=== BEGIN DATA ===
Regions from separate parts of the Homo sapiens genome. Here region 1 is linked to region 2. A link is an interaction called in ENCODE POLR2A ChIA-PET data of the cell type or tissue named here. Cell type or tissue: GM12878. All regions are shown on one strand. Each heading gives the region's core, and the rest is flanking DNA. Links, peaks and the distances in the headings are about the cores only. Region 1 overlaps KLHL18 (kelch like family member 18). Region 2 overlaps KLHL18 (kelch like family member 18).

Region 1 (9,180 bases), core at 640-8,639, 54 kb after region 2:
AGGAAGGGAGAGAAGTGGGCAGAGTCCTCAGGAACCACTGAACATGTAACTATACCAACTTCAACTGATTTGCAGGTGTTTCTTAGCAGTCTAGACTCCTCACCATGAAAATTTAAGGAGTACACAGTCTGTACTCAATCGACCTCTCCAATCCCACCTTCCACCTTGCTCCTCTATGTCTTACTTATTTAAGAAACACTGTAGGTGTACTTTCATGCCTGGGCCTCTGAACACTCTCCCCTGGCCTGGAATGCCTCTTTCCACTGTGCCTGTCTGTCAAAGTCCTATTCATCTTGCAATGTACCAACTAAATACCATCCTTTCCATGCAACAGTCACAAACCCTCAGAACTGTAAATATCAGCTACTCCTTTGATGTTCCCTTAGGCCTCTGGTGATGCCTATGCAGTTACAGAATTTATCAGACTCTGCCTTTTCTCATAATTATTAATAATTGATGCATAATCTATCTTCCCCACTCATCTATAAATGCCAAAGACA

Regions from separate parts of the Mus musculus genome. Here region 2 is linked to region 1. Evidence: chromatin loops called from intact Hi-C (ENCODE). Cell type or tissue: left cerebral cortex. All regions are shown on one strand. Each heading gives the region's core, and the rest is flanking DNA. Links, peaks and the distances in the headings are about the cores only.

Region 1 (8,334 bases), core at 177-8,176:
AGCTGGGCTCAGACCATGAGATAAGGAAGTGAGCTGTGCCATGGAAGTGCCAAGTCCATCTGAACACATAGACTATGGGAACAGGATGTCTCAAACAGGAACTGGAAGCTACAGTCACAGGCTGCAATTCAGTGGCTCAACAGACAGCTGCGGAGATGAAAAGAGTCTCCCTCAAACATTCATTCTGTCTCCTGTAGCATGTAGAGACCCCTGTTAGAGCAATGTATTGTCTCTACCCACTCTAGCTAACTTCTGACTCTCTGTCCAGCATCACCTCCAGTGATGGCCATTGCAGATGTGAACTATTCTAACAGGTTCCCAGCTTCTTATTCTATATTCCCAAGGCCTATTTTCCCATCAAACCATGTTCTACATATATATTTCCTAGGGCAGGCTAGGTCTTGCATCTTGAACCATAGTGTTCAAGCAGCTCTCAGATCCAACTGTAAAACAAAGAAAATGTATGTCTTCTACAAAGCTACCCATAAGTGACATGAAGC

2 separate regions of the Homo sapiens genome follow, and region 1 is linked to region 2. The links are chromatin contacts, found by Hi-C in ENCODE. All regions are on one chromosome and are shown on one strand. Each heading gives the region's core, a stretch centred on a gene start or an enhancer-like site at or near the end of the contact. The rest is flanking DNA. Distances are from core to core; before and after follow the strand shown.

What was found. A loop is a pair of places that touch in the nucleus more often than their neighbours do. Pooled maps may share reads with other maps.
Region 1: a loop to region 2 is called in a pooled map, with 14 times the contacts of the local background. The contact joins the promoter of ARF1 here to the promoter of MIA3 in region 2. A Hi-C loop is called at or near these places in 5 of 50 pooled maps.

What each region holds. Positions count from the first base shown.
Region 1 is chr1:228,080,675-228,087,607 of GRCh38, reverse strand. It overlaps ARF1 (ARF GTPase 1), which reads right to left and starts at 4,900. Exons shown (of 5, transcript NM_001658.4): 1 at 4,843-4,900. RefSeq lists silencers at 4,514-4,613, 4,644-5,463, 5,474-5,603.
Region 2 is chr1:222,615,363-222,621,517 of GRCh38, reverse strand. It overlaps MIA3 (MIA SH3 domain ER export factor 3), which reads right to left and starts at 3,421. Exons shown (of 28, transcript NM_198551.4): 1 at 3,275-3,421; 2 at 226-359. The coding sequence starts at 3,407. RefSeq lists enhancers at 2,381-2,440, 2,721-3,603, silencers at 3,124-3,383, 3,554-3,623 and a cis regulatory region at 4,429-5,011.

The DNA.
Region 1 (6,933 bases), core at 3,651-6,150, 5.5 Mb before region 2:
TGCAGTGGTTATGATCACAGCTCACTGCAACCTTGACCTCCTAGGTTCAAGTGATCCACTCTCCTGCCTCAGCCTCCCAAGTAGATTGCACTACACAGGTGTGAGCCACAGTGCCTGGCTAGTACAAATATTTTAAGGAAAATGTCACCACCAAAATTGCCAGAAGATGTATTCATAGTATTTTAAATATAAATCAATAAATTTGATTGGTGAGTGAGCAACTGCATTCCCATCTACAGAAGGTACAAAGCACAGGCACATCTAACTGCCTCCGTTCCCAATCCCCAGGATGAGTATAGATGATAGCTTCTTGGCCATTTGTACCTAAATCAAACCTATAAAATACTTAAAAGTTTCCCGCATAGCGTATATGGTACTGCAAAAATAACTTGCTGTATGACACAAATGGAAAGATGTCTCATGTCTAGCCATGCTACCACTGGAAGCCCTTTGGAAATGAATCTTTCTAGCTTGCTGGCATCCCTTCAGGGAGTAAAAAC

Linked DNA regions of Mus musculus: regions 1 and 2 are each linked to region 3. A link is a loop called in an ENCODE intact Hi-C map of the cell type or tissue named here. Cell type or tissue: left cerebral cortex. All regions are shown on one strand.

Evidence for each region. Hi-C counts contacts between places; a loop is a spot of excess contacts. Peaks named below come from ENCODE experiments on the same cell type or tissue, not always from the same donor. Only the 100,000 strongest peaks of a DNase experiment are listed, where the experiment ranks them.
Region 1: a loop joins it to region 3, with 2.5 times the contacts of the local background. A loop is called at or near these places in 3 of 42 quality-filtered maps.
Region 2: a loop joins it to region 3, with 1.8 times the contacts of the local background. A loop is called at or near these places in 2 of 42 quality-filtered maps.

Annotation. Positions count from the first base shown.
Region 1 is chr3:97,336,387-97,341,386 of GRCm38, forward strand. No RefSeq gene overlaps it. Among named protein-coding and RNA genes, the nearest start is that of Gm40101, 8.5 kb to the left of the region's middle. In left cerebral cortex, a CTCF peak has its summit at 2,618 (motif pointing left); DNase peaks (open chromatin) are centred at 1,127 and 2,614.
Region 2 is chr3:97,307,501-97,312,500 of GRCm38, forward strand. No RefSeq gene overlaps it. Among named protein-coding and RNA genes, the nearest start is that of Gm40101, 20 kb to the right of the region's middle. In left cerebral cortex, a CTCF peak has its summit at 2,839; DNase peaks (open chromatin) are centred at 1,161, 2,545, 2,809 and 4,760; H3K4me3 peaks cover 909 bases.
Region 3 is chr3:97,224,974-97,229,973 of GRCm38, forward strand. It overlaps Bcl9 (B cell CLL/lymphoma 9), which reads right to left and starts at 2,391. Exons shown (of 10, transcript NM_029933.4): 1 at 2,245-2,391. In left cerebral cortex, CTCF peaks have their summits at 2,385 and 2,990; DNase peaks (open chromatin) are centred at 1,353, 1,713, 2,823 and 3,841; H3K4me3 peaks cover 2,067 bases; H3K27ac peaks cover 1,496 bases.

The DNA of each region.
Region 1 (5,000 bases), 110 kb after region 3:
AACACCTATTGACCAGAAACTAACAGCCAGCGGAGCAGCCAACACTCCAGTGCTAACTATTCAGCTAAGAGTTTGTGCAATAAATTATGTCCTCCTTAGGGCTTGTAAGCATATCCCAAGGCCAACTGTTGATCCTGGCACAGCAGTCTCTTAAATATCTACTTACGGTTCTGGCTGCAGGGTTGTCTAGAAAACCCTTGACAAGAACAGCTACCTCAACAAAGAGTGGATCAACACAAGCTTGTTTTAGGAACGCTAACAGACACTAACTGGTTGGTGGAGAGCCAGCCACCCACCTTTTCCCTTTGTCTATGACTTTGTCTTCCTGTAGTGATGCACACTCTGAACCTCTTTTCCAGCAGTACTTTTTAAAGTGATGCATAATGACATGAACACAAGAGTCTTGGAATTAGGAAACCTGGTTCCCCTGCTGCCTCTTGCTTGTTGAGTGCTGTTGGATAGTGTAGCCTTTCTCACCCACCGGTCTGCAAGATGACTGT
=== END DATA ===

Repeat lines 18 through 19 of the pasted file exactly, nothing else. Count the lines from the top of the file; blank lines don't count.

Region 1: a loop joins it to region 3, with 2.5 times the contacts of the local background. A loop is called at or near these places in 3 of 42 quality-filtered maps.
Region 2: a loop joins it to region 3, with 1.8 times the contacts of the local background. A loop is called at or near these places in 2 of 42 quality-filtered maps.